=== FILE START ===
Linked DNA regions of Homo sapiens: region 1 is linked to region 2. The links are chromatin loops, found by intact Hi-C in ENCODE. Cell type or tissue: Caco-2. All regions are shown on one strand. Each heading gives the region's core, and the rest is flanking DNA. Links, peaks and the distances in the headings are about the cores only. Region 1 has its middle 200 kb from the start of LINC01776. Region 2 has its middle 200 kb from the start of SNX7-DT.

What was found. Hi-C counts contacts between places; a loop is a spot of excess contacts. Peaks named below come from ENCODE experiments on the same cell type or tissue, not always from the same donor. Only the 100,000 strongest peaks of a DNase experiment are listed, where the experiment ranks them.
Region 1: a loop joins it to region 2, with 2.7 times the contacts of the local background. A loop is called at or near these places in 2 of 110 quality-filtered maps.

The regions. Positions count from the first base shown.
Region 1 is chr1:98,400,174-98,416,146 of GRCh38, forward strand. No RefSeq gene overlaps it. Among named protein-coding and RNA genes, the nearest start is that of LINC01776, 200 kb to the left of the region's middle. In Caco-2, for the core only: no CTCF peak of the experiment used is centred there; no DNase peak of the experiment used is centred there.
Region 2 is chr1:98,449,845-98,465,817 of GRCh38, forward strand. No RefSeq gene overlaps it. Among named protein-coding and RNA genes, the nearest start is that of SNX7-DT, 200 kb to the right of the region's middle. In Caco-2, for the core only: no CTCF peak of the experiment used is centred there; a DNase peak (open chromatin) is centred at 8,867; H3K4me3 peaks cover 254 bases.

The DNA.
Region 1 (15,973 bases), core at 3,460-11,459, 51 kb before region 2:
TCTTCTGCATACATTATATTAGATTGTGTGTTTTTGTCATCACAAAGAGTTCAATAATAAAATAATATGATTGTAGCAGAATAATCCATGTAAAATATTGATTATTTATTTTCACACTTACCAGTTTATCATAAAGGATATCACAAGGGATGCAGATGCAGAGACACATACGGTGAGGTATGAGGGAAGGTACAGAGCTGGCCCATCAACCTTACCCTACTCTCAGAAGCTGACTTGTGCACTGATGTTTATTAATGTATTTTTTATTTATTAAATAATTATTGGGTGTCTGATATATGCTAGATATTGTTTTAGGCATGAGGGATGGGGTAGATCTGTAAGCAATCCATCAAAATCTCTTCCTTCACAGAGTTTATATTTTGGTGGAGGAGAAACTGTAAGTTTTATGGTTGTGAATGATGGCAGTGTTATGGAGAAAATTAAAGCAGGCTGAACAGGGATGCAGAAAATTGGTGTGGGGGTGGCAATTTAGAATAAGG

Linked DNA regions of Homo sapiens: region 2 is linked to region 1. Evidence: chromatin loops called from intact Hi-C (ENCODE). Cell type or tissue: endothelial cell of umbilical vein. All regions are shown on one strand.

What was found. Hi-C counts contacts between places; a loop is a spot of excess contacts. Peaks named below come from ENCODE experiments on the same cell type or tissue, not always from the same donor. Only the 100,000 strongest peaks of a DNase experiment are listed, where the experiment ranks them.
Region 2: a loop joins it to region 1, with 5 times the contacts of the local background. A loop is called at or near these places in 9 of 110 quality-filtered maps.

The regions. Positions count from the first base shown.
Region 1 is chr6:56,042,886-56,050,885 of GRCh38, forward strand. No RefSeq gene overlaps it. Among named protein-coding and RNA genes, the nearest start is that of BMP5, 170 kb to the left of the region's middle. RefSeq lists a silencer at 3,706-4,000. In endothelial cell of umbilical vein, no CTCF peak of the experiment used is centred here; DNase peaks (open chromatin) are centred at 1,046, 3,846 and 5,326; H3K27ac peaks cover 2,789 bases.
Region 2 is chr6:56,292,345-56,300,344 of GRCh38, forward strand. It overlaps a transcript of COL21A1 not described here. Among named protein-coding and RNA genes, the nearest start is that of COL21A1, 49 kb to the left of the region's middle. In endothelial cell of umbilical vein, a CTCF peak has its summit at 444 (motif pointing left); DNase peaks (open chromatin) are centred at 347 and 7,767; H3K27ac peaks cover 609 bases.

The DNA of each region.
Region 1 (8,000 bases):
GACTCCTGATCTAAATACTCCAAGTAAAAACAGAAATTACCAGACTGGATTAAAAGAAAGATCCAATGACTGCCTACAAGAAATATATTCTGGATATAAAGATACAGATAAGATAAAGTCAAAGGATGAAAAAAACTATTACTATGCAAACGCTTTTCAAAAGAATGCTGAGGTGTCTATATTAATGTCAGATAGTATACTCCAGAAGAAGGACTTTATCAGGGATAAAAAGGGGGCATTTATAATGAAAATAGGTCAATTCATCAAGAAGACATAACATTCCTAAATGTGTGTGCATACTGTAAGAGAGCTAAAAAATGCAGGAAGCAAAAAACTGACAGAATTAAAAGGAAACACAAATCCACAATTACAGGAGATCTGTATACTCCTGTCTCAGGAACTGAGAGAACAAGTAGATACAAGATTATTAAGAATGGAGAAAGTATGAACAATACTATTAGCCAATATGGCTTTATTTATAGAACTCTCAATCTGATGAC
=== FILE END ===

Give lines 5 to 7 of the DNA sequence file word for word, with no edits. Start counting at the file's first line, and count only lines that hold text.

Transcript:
Region 1 is chr1:98,400,174-98,416,146 of GRCh38, forward strand. No RefSeq gene overlaps it. Among named protein-coding and RNA genes, the nearest start is that of LINC01776, 200 kb to the left of the region's middle. In Caco-2, for the core only: no CTCF peak of the experiment used is centred there; no DNase peak of the experiment used is centred there.
Region 2 is chr1:98,449,845-98,465,817 of GRCh38, forward strand. No RefSeq gene overlaps it. Among named protein-coding and RNA genes, the nearest start is that of SNX7-DT, 200 kb to the right of the region's middle. In Caco-2, for the core only: no CTCF peak of the experiment used is centred there; a DNase peak (open chromatin) is centred at 8,867; H3K4me3 peaks cover 254 bases.

The DNA.